Born in Los Angeles, California, Parsons was raised by a wealthy family on Orange Grove Avenue in Pasadena. Inspired by science fiction literature, he developed an interest in rocketry in his childhood and in 1928 began amateur rocket experiments with school friend Ed Forman. He was forced to drop out of Pasadena Junior College and Stanford University due to financial difficulties during the Great Depression, but in 1934 he united with Forman and graduate student Frank Malina to form the Caltech-affiliated GALCIT Rocket Research Group, supported by Guggenheim Aeronautical Laboratory chairman Theodore von Kármán. In 1939 the Group gained funding from the National Academy of Sciences (NAS) to work on Jet-Assisted Take Off (JATO) for the U.S. military. In 1942 they founded Aerojet to develop and sell their JATO technology in response to American involvement in World War II; the Group became JPL in 1943.

After a brief involvement with Marxism in 1939, Parsons began practising magick and converted to Thelema, the English occultist Aleister Crowley's new religious movement. In 1941, alongside his first wife Helen Northrup, Parsons joined the Agape Lodge, the Californian branch of the Thelemite Ordo Templi Orientis (OTO). At Crowley's bidding, he replaced Wilfred Talbot Smith as its leader in 1942 and ran the Lodge from his mansion on Orange Grove Avenue. Inciting criminal investigations into allegedly illicit activities, Parsons was expelled from JPL and Aerojet in 1944 in part due to the Lodge's infamy, along with his quixotic working practices as a scientist. In 1945 Parsons separated from Helen after having an affair with her sister Sara; when Sara left him for his friend L. Ron Hubbard, he conducted the Babalon Working, a series of rituals designed to invoke the Thelemic goddess Babalon to Earth. He and Hubbard continued the procedure with Marjorie Cameron, whom Parsons married in 1946. After Hubbard and Sara defrauded him of his life savings, Parsons resigned from the OTO and went through various jobs while acting as a consultant for the Israeli rocket program. Amid the climate of McCarthyism, he was accused of espionage and left unable to work in rocketry. In 1952, Parsons died at the age of 37 in a home laboratory explosion that attracted national media attention; the police ruled it an accident, but many associates suspected suicide or assassination.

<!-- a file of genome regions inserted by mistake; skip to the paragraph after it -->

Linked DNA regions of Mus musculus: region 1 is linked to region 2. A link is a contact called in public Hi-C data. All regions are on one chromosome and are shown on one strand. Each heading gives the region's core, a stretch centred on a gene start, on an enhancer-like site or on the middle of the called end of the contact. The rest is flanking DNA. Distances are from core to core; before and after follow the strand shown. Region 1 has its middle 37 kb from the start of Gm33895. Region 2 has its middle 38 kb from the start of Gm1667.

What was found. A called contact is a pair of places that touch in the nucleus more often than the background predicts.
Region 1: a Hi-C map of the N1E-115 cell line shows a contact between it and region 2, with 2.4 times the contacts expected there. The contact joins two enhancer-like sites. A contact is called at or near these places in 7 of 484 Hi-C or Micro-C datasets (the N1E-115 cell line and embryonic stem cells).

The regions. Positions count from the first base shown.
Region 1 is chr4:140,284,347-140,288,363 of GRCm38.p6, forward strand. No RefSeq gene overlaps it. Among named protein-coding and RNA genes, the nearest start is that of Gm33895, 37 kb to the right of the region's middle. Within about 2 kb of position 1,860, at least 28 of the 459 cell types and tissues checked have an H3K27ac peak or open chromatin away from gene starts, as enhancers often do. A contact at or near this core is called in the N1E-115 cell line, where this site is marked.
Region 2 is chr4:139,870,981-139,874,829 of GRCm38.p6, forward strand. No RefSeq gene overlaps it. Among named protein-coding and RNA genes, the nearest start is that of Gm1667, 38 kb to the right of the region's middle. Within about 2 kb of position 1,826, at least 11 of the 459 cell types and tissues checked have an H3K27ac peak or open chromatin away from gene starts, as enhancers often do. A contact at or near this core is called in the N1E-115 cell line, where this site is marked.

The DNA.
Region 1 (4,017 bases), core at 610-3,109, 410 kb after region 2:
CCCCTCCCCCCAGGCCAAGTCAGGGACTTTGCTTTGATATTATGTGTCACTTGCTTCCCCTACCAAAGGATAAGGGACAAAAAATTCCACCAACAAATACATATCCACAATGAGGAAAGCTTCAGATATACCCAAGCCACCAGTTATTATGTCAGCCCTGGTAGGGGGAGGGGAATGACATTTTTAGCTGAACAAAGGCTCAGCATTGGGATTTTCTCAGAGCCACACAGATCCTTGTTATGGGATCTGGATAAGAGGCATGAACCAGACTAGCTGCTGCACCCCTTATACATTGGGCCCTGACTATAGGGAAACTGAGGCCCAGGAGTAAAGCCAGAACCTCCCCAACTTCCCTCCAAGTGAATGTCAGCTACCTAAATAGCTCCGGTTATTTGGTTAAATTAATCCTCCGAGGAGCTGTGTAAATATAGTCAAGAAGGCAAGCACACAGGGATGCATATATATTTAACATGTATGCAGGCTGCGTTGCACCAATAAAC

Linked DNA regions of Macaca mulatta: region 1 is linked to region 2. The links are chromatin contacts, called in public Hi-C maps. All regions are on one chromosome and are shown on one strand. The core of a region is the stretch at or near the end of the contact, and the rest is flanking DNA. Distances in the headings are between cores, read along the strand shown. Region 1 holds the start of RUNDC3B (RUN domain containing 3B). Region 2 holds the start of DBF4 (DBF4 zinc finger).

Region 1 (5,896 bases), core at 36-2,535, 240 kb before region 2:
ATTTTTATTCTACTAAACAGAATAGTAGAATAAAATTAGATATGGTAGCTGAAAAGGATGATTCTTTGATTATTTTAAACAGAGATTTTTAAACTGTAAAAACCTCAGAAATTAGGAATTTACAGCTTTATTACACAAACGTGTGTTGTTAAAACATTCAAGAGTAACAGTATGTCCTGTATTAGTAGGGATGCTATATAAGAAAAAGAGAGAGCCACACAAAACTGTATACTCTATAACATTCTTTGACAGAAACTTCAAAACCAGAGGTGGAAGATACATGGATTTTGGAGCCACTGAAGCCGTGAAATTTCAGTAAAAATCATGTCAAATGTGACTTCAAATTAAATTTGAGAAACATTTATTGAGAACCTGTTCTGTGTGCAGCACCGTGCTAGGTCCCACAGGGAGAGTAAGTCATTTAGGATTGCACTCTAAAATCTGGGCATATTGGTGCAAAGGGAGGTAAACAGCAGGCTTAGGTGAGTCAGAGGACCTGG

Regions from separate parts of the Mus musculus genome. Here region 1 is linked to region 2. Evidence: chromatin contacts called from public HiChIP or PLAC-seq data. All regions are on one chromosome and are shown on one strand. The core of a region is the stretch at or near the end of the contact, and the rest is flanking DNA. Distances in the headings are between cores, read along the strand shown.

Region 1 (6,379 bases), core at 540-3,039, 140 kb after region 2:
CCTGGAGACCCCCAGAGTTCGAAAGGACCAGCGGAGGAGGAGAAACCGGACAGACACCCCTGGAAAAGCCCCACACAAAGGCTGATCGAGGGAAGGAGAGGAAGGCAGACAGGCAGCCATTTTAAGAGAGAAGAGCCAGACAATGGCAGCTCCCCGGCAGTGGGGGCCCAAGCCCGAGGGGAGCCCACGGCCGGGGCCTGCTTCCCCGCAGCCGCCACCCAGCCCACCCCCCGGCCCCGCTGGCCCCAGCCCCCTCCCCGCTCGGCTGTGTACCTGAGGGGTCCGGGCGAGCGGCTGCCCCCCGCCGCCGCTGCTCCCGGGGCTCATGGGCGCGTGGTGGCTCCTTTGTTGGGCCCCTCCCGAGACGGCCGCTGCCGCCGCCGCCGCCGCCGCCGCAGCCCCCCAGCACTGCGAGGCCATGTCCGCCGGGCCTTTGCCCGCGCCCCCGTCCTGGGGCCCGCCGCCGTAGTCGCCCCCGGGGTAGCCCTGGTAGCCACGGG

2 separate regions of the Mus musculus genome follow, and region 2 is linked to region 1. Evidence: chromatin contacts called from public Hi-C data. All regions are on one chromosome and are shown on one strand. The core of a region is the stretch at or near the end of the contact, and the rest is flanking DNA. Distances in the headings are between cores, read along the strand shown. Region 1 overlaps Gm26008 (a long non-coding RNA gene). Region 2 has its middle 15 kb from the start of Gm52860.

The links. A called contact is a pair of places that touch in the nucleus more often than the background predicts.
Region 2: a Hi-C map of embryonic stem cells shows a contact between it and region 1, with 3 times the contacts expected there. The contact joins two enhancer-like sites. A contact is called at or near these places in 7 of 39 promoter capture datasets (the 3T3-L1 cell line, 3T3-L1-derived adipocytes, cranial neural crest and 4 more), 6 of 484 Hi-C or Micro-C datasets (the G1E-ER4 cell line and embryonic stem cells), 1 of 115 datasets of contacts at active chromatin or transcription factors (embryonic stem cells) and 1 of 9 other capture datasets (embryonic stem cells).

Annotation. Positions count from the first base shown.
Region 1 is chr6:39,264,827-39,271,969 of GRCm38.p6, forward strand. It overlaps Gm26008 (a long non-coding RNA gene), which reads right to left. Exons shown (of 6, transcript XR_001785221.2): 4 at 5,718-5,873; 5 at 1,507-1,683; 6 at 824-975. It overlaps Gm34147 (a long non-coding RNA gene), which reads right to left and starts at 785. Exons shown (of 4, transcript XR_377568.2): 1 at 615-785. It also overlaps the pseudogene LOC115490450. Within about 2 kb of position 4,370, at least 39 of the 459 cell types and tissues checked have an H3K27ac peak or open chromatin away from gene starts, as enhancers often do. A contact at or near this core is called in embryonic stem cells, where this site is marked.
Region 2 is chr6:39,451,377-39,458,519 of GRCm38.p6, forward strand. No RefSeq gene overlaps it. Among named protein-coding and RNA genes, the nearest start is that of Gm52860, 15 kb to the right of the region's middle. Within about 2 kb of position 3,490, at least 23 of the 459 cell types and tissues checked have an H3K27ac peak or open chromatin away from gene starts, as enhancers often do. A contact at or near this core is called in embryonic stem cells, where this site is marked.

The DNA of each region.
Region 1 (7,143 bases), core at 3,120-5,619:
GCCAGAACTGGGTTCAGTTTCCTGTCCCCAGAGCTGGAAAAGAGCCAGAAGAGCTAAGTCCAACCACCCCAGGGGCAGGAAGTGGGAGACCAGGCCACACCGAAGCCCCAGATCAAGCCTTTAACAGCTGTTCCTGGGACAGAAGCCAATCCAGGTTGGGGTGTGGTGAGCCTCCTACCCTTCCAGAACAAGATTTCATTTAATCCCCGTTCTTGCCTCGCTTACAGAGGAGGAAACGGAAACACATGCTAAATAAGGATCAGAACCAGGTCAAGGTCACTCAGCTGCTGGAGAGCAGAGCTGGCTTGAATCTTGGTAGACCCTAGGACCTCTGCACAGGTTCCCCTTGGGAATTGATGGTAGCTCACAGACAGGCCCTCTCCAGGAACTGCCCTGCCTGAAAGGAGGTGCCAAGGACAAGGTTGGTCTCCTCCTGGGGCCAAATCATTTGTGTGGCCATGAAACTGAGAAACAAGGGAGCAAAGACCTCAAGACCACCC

Yet people remember, particularly people like Vince Gilligan, who also tries to straddle that Religion/Science divide. Jack Parsons is memorialized in Breaking Bad.

Vince Gilligan also had nice things to say about Albuquerque and New Mexico. He noted that there are more sheep than people in New Mexico and that of the 50 states NM has the highest per capita number of Ph.D.'s, due to the presence of Los Alamos and Sandia Labs. He said these things in context of a discussion about the role of science in Breaking Bad, particularly as represented by Walter White.